International Relations took a dive from last year, as Minister Maite Nkoana-Mashabane went from a five to a three on her report card. Part of this was because of her refusal to discuss Zimbabwe at the UN Security Council. Little has been done by the Department of International Relations & Cooperation to resolve or even get involved in the situation in Zimbabwe.

Minister of Justice & Constitutional Development, Jeff Radebe, received a score of five, which is unchanged from last year. One of his biggest failings is his neglect of the courts. For instance, child maintenance courts failed to make an order of payment in 67% of all cases.

Minister of Transport S’bu Ndebele did a good job in creating infrastructure for the World Cup cities, but grossly neglected other areas, especially rail infrastructure. As a result, his scorecard dropped one point to four. Poor roads and problems with the taxi recapitalisation project remain big issues. Other issues include badly managed or insolvent entities like the Passenger Rail Agency of South Africa, the South African Maritime Safety Authority and the Road Accident Fund.

Public Enterprises Minister Barbara Hogan was, according to the official opposition, one of the best performers of the year, with a score of eight. This was up three points from last year and is good news for state run enterprises such as SAA and Transnet, which posted profits. However, some state-owned enterprises such as Alexkor and Denel continue to run at a loss. Overall, Hogan has managed her department well, both in ethical and financial terms. For instance, she saved billions by shutting down the Pebble Bed Modular Reactor (PBMR) after ten years and R9.2 billion of development.

One of the other better performers was Minister of Science and Technology Naledi Pandor. The DA gave her a score of seven; the same as last year.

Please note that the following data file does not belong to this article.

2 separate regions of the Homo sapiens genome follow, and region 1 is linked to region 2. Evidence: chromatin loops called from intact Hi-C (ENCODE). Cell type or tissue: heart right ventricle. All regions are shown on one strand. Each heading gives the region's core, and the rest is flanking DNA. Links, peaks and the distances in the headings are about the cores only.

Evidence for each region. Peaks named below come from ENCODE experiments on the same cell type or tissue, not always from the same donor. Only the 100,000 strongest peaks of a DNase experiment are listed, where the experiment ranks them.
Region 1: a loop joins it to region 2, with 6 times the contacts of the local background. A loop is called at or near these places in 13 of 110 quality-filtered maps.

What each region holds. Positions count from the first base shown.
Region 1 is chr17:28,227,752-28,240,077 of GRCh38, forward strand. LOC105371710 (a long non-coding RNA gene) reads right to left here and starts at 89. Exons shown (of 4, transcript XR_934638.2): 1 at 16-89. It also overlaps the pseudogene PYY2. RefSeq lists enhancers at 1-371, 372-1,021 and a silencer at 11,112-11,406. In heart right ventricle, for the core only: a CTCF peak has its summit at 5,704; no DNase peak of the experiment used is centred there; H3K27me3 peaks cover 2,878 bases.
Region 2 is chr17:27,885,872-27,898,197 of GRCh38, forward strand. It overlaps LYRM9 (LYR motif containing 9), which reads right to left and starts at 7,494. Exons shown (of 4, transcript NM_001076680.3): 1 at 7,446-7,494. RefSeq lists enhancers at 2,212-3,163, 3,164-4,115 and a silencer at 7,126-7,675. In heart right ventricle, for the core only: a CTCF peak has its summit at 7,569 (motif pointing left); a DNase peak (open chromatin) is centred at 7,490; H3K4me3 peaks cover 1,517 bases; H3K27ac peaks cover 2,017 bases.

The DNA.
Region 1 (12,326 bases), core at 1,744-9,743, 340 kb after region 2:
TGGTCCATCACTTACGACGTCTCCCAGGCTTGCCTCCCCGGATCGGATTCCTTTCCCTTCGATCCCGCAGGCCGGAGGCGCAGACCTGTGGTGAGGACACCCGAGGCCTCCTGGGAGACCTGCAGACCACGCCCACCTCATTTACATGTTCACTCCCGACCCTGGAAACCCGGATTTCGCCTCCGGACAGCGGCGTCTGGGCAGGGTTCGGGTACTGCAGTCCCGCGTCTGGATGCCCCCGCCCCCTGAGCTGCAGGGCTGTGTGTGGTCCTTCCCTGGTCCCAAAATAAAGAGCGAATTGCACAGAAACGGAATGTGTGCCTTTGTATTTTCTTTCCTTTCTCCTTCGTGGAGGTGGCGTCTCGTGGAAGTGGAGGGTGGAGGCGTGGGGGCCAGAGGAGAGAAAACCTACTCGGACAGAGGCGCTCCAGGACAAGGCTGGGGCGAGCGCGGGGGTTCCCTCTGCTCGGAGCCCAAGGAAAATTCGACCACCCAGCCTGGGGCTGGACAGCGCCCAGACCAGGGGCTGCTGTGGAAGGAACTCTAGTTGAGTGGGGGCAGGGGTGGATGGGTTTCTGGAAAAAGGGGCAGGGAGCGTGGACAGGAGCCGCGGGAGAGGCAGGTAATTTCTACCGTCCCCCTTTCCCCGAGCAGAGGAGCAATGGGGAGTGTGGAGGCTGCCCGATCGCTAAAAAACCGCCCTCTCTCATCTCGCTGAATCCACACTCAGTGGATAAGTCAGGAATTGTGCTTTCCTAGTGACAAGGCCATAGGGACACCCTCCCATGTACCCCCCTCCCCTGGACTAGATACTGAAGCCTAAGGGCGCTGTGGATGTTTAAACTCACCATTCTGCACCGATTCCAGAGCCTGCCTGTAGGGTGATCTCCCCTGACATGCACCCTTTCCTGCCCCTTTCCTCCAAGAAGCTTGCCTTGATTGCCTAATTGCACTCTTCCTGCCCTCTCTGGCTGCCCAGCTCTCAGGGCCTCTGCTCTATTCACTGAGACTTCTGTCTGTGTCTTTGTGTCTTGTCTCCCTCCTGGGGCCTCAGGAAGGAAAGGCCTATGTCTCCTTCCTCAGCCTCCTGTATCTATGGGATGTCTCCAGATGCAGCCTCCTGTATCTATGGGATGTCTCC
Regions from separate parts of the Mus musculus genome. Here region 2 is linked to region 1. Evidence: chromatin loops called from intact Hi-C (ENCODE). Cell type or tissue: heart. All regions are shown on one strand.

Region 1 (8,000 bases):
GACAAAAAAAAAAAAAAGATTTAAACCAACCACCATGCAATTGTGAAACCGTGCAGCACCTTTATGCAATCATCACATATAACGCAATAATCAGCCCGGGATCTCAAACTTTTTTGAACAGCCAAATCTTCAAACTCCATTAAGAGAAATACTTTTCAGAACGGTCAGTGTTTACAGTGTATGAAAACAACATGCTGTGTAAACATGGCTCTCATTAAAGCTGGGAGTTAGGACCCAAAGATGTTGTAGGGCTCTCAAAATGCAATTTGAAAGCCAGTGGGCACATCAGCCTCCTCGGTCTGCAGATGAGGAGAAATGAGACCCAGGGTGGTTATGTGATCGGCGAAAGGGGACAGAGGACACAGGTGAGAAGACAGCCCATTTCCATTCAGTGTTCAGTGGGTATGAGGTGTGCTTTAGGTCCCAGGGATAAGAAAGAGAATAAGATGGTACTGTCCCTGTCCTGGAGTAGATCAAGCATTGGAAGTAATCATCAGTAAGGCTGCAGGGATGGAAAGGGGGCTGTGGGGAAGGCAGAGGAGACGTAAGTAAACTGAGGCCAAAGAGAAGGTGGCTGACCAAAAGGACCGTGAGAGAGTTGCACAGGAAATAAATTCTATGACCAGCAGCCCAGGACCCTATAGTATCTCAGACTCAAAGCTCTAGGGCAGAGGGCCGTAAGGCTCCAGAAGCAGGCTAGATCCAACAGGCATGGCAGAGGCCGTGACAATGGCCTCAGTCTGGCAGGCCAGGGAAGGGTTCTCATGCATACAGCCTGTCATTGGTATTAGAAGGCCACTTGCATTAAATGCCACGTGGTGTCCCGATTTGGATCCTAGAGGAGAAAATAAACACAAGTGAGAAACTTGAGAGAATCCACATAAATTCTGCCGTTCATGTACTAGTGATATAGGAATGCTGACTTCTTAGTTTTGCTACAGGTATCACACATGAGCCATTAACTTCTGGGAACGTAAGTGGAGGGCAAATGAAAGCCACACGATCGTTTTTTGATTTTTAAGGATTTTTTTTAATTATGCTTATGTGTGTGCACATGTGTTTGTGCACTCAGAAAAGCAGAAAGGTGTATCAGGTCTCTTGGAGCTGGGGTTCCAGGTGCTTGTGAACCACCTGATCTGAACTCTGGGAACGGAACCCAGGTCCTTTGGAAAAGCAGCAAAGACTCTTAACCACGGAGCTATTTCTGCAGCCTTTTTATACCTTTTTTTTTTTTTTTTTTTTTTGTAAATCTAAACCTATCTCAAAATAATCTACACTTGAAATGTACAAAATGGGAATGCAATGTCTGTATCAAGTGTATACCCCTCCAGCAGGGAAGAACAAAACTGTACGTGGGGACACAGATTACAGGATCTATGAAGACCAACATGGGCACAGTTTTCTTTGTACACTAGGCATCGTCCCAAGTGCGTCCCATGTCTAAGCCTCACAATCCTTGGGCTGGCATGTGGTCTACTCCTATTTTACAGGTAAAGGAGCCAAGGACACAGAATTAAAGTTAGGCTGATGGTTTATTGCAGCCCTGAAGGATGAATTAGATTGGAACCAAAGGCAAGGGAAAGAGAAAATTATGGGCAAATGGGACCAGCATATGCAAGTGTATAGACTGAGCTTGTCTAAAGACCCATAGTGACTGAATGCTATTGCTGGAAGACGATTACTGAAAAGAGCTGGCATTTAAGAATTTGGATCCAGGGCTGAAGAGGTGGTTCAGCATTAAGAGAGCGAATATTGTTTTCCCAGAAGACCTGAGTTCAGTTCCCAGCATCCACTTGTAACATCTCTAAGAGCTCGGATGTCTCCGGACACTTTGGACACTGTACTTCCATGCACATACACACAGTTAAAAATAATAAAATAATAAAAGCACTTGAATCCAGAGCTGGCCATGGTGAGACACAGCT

On average, 27 cabinet members received a score of 4.7 out of ten, which is down from 5.4 the previous year and solidly fails the 2010 Cabinet – President Jacob Zuma only scored a two. This was mostly due to his hypocritical stance on things like accountability, ethics and HIV/Aids.

The DA’s scorecard report only passed ten of the 27 ministers who survived the Cabinet reshuffle in October. Highest scorer was Minister of Finance Pravin Gordhan, who received a nine, the highest score ever given by the DA in seven years of scorekeeping.

Last year the government gave a sharp response to the DA’s report card, but this year decided not to comment on such scorecards. In a statement last week, government spokesperson Themba Maseko said that, “The assessments are unscientific and based purely on media clippings and the opinions of individual journalists rather than on concrete evidence of government performance.”
“After careful consideration and review, government has decided not to participate in any media scorecard process because these and unscientific and not reflective of government performance in its entirety,” Maseko said.

He added that the government has its own rigorous systems for monitoring and evaluating performance.